Saturday, 15 March 2014

Boy, Snow, Bird by Helen Oyeyemi

Nobody ever warned me about mirrors, so for many years I was fond of them, and believed them to be trustworthy.

This line works because it suggests that mirrors lie, either that, or something is wrong with them, or there is something wrong with the narrator. Either way, this line raises a questions and makes the reader curious  - at least a little. Intriguing might be the right word. So this hooks.

But the key to a great opening isn't only the first line, even though our judgement here at Hook My Brain is based primarily on the opening line. In this novel,  what follows is further explanation of the mirror motif. Overall, the first paragraph holds my attention, as the narrator talks about how he/she stood between mirrors to gaze upon the many "me's".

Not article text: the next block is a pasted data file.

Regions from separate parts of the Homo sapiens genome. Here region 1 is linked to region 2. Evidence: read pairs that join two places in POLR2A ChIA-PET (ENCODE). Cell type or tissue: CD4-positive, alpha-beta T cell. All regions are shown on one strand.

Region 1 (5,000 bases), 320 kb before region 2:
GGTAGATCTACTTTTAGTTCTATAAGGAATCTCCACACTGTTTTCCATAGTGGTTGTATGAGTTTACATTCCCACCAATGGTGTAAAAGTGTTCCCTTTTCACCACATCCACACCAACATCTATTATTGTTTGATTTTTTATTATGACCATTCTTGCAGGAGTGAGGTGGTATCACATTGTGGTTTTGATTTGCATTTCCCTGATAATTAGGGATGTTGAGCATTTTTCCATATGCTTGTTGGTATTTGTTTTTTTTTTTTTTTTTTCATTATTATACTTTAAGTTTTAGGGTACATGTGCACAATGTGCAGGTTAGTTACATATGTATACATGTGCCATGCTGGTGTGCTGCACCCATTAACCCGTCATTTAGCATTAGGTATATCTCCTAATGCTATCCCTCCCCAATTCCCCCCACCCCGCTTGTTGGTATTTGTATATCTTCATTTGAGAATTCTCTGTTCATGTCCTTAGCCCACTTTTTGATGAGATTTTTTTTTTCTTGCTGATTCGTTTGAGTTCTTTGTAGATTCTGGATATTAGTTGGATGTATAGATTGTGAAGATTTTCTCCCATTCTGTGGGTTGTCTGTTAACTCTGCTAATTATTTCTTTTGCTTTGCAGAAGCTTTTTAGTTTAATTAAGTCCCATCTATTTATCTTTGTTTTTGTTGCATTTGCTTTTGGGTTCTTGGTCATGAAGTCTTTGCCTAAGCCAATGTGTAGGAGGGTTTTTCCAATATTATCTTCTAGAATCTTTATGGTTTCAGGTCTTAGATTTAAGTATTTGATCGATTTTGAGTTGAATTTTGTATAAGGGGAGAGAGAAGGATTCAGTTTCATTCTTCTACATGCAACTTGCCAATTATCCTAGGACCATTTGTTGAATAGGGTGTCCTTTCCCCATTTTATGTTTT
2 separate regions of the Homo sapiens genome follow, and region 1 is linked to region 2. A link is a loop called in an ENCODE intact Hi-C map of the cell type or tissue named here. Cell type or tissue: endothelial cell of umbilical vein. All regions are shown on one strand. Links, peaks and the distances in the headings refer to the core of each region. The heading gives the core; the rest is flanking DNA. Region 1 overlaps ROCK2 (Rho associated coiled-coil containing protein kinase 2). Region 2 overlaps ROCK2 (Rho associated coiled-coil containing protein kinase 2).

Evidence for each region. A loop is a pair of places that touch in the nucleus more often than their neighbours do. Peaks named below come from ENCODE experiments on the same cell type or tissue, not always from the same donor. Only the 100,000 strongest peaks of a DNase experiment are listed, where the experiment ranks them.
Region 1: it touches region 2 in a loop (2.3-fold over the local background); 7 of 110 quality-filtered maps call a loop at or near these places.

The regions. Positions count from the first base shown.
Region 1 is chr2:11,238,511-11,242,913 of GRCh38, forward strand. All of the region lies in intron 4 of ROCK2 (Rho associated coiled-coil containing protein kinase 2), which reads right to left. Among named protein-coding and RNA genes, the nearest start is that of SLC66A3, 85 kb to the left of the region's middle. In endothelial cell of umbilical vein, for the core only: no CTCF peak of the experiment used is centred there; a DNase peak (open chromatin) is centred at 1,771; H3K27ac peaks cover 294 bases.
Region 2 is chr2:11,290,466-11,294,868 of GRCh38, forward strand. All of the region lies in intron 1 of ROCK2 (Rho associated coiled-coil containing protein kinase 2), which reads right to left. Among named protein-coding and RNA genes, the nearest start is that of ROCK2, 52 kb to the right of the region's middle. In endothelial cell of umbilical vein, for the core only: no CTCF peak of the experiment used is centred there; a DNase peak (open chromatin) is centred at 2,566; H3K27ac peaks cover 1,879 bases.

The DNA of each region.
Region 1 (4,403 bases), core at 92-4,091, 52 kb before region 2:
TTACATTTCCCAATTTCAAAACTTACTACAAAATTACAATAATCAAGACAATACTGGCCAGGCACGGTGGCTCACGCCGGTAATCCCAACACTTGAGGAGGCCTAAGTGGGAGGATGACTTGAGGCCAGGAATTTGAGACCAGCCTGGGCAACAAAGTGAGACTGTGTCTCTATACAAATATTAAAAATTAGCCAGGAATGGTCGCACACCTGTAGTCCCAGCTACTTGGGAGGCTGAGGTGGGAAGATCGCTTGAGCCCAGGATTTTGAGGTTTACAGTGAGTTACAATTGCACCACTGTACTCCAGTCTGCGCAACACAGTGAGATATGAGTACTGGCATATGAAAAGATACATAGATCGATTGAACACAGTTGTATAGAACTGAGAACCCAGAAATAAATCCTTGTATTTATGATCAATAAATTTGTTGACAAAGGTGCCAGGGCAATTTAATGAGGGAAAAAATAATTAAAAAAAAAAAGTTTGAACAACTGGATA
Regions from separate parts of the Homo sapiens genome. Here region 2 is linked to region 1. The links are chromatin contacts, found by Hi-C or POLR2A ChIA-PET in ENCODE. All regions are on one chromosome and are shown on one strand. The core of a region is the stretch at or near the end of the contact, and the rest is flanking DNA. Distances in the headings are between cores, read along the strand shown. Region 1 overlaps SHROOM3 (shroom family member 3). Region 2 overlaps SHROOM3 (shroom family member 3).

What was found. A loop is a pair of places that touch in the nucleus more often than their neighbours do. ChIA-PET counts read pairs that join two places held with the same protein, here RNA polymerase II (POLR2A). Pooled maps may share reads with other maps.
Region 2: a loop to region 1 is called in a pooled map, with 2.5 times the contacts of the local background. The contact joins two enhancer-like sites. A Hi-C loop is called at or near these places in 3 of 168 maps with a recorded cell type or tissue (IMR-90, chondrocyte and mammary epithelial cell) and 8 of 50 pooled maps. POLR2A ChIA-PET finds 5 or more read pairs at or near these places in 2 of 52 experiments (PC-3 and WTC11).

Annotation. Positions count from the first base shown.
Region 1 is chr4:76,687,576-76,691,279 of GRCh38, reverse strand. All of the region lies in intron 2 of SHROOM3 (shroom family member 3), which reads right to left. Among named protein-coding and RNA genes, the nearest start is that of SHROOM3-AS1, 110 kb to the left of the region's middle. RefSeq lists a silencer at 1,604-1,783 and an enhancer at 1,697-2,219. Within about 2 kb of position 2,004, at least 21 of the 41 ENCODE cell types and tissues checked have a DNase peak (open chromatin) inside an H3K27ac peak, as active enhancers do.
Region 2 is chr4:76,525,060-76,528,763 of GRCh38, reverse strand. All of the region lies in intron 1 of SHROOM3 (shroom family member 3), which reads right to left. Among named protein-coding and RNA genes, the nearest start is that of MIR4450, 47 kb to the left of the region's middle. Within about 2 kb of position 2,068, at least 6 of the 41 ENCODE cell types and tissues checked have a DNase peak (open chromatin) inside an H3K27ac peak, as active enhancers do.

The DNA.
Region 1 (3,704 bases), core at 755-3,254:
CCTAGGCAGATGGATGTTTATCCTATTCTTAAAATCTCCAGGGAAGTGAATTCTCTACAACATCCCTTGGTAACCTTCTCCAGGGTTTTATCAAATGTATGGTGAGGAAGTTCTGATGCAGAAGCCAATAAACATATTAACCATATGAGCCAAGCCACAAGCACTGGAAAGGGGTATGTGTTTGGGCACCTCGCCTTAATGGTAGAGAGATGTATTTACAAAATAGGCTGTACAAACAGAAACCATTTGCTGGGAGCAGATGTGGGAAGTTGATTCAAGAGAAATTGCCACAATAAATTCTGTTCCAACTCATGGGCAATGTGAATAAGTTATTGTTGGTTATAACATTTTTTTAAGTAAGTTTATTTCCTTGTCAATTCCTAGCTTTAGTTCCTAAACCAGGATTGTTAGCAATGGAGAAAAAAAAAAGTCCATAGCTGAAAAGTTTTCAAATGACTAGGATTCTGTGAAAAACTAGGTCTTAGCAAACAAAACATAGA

Unfortunately, by the second paragraph this opening plunges into back story and the paragraphs become long, dense and descriptive as the author loses herself in the writing process. As a writer, I sympathize; as a reader, I cringe. However on the plus side there is some conflict in the back story - back story that goes on and on and on and on, and only ended when my free online sample mercifully ended.

First thing said (in a back story scene):

"Can't afford it."

Verdict: Pass (barely)

The opening line and paragraph are worth at least that, and there are no obvious cliches so that is worth something.

Rudy Globird

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